In a notice to Pakistan on January 25, India said that it has been compelled to call for the ‘modification’ of the 63-year-old Indus Waters Treaty owing to Pakistan’s persistent objections regarding India’s Kishenganga (KHEP) and Ratle hydropower projects in Kashmir.

What is the Indus Waters Treaty?

  • In 1947, the line of partition, aside from delineating geographical boundaries for India and Pakistan, also cut the Indus river system into two.
  • Both sides were dependent on water from the Indus river basin to keep their irrigation infrastructure functional and therefore, equitable distribution was needed.
  • In 1951, when both the countries applied to the World Bank for funding their respective irrigation projects on Indus and its tributaries, the World Bank offered to mediate the conflict.
  • Finally in 1960, an agreement was reached between the two countries, and the Indus Waters Treaty (IWT) was signed by former Prime Minister Jawaharlal Nehru and then President of Pakistan, Ayub Khan. The former Vice President of the World Bank, W. A. B. Iliff, also signed it.

What are some of its key provisions?

  • The Indus river basin has six rivers — Indus, Jhelum, Chenab, Ravi, Beas and Sutlej — originating from Tibet and flowing through the Himalayan ranges to enter Pakistan, ending in the south of Karachi.
  • The treaty prescribed how water from the six rivers would be shared between India and Pakistan.
  • It allocated the three western rivers — Indus, Chenab and Jhelum — to Pakistan for unrestricted use, barring certain non-consumptive, agricultural and domestic uses by India.
  • Similarly, the three Eastern rivers — Ravi, Beas and Sutlej — were allocated to India for unrestricted usage.
  • It also required both the countries to establish a Permanent Indus Commission constituted by permanent commissioners from both sides.
  • The functions of the commission include serving as a forum for exchange of information on the rivers and as a first stop for the resolution of conflicts.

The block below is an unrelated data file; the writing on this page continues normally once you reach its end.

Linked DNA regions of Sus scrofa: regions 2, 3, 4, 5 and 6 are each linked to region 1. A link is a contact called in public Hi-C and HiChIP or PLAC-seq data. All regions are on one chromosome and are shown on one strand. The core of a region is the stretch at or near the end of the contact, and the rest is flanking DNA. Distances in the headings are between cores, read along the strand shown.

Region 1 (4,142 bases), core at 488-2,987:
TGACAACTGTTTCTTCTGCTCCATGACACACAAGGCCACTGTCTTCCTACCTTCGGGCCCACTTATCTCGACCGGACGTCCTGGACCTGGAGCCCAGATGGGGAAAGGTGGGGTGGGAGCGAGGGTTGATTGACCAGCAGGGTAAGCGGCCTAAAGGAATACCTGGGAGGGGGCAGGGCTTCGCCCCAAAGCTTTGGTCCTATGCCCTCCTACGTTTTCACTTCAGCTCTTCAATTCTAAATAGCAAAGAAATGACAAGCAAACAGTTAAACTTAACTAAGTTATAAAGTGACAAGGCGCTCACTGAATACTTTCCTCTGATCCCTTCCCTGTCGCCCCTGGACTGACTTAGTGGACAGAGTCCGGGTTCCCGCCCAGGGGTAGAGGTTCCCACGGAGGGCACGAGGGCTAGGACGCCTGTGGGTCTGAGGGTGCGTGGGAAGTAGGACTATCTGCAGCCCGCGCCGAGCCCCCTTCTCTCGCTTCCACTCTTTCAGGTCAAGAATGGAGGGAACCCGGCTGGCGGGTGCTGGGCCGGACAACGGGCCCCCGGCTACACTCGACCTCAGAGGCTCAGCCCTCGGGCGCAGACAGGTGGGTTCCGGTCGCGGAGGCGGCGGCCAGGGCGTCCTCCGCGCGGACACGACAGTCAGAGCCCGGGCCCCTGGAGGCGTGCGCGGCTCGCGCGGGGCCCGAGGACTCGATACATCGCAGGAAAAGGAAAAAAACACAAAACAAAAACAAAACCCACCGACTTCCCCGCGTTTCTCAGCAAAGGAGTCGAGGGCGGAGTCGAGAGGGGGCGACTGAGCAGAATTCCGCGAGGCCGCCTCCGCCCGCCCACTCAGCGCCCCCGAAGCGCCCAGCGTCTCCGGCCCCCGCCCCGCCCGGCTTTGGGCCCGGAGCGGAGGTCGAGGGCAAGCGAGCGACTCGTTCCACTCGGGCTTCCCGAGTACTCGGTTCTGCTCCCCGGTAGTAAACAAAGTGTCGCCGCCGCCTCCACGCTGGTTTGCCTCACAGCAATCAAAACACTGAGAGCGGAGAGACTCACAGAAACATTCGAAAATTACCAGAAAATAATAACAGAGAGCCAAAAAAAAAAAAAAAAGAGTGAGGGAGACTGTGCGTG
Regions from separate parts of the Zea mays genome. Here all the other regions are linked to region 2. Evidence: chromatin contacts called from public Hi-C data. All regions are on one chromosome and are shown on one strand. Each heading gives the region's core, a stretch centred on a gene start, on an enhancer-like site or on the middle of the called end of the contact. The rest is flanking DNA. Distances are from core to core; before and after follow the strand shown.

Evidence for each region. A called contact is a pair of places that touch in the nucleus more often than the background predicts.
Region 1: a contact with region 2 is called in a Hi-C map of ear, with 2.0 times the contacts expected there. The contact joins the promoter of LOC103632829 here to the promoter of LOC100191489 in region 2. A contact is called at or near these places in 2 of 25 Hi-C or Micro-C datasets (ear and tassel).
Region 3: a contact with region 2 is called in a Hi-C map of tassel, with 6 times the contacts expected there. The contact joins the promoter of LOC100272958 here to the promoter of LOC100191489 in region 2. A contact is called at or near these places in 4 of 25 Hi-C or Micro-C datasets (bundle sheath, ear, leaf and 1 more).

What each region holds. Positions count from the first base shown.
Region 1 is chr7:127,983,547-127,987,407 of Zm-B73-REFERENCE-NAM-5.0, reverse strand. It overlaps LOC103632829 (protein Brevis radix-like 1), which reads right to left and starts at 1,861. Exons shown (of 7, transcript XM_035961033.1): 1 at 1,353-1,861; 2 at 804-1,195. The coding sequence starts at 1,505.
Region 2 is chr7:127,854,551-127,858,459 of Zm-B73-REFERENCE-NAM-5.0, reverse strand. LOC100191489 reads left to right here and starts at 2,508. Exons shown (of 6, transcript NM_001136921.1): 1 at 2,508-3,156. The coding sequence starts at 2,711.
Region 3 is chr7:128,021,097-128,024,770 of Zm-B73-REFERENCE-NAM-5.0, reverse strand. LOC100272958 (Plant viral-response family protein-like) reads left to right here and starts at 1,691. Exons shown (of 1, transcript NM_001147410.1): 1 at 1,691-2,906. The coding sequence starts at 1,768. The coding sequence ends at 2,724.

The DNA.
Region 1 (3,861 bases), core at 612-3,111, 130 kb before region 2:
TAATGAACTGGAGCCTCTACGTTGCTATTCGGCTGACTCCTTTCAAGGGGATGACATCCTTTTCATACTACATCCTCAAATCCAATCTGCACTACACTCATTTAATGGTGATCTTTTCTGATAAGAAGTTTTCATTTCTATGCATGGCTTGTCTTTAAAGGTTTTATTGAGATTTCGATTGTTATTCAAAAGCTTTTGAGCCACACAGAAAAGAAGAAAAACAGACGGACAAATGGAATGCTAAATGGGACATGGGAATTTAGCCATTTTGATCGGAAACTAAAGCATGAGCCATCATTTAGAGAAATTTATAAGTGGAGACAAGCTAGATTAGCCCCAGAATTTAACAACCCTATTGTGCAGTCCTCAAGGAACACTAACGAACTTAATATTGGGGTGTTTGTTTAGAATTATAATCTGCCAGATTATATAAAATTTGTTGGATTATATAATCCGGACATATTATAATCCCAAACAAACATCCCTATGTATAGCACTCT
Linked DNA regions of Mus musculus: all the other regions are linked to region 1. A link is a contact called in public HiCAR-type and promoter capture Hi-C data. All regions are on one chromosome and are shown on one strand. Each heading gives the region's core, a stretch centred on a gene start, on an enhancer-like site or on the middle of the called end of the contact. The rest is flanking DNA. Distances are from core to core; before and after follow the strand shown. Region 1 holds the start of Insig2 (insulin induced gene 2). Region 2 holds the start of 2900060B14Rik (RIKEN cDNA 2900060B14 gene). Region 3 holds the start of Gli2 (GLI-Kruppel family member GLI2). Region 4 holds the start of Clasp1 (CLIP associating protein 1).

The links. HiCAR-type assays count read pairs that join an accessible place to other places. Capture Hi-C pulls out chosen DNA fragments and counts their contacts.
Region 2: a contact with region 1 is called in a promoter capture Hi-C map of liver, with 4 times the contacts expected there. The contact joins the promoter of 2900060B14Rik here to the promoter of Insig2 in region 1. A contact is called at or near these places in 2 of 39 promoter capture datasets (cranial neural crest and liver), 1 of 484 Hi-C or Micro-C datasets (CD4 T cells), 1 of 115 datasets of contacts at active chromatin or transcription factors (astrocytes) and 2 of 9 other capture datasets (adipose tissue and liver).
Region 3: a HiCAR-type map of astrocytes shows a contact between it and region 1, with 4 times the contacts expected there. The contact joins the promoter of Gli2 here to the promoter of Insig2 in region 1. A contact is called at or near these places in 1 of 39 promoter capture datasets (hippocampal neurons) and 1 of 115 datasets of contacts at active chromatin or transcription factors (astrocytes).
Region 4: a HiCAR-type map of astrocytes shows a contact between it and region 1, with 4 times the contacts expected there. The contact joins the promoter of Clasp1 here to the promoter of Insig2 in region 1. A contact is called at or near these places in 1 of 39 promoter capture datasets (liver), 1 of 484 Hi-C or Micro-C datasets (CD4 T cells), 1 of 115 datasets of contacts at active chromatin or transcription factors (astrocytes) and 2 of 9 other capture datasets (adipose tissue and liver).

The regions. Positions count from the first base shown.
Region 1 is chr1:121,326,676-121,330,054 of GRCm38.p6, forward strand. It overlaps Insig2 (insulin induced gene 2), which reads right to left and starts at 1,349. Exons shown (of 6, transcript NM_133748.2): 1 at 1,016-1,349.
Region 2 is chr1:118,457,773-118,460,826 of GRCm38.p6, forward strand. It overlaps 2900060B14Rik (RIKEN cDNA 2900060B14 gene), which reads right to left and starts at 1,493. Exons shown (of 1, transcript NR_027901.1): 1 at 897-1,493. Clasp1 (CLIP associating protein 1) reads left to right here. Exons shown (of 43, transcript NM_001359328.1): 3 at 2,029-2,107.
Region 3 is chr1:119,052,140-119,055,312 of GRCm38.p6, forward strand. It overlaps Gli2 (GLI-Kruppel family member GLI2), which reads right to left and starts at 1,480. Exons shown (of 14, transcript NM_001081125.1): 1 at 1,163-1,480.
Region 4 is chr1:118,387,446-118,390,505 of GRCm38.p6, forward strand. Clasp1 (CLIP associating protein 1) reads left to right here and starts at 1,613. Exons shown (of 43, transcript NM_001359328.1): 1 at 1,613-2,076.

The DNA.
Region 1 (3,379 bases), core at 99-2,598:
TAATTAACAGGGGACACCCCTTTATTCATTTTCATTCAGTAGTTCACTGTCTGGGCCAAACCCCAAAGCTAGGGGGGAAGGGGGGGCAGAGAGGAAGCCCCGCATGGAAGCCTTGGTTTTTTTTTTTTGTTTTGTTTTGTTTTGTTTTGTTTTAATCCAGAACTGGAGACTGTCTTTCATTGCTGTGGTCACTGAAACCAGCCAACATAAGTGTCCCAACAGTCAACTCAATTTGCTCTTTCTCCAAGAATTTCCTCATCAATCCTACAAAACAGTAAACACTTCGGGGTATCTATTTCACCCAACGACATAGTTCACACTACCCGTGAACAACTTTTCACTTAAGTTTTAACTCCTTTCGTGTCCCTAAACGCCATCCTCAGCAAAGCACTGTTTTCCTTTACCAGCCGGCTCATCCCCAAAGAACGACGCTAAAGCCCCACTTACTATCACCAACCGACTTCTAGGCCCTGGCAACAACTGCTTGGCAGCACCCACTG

• Annexure D of the IWT allows India to build ‘run of the river’ hydropower projects (projects which do not require live storage of water).
  • The treaty also allows Pakistan to raise objections over such projects being built, if it does not find them to be compliant with the rules.

What are Pakistan’s objections over the Kishenganga and Ratle projects?

  • Kishenganga, a tributary of the Jhelum river, originates in J&K and joins the river in Pakistan occupied Kashmir.
  • The work for KHEP started in 2007, with a proposal to build a dam on the Kishenganga, diverting its water for a 330 MW hydropower plant in Kashmir’s Bandipora and sending it back.
  • The work for the project was supposed to be completed by 2016, but before the construction started, Pakistan had raised objections regarding the height of the dam, fearing it would mean increased water storage for India.
  • Consequently, India agreed to alter the design by lowering its height from 97 metres to 37 metres. In 2010, Pakistan took the matter to the International Court of Arbitration at the Hague, this time, objecting to the diversion of water from Kishanganga.
  • The Court gave India a green signal for the project (subject to conditions) in its final ruling in 2013. The conflict however, did not end here, with Pakistan approaching the World Bank three years later in 2016 and again in 2018, objecting to the design.
  • It also tried to stop the construction of the dam in 2016 by firing shells near the dam site.
  • The project was however, finally inaugurated in 2018. As for India’s 850 megawatt Ratle hydroelectric power project on the Chenab river, Islamabad has repeatedly raised concerns over its design, insisting that India would use the project’s reservoir to create deliberate and artificial water shortage or cause flooding in Pakistan.
  • India’s new call for modification of the Treaty comes from what it describes as Pakistani “intransigence” over its implementation.
  • India says that the dispute over the two projects has been brewing since 2015, when Pakistan asked for the appointment of a Neutral Expert (NE) to look into its objections to the Ratle and Kishenganga projects.
  • Later in 2016, Pakistan changed its request and requested that the Arbitration Court should examine the issue.
  • India followed this up by sending its own request to appoint an NE. India now alleges that by unilaterally changing its request from one dispute resolution mechanism to another, Islamabad has violated the IWT.
  • Besides, the World Bank recently moved to act on both requests. Indian sources told The Hindu that “such parallel considerations on the same issues” were not covered under any provision of the IWT.
  • To resolve the long-standing dispute, India has called for the Treaty’s modification so that Pakistan is provided an opportunity to initiate “intergovernmental negotiations” within 90 days regarding the differences that the Indian side has described as a “material breach”.


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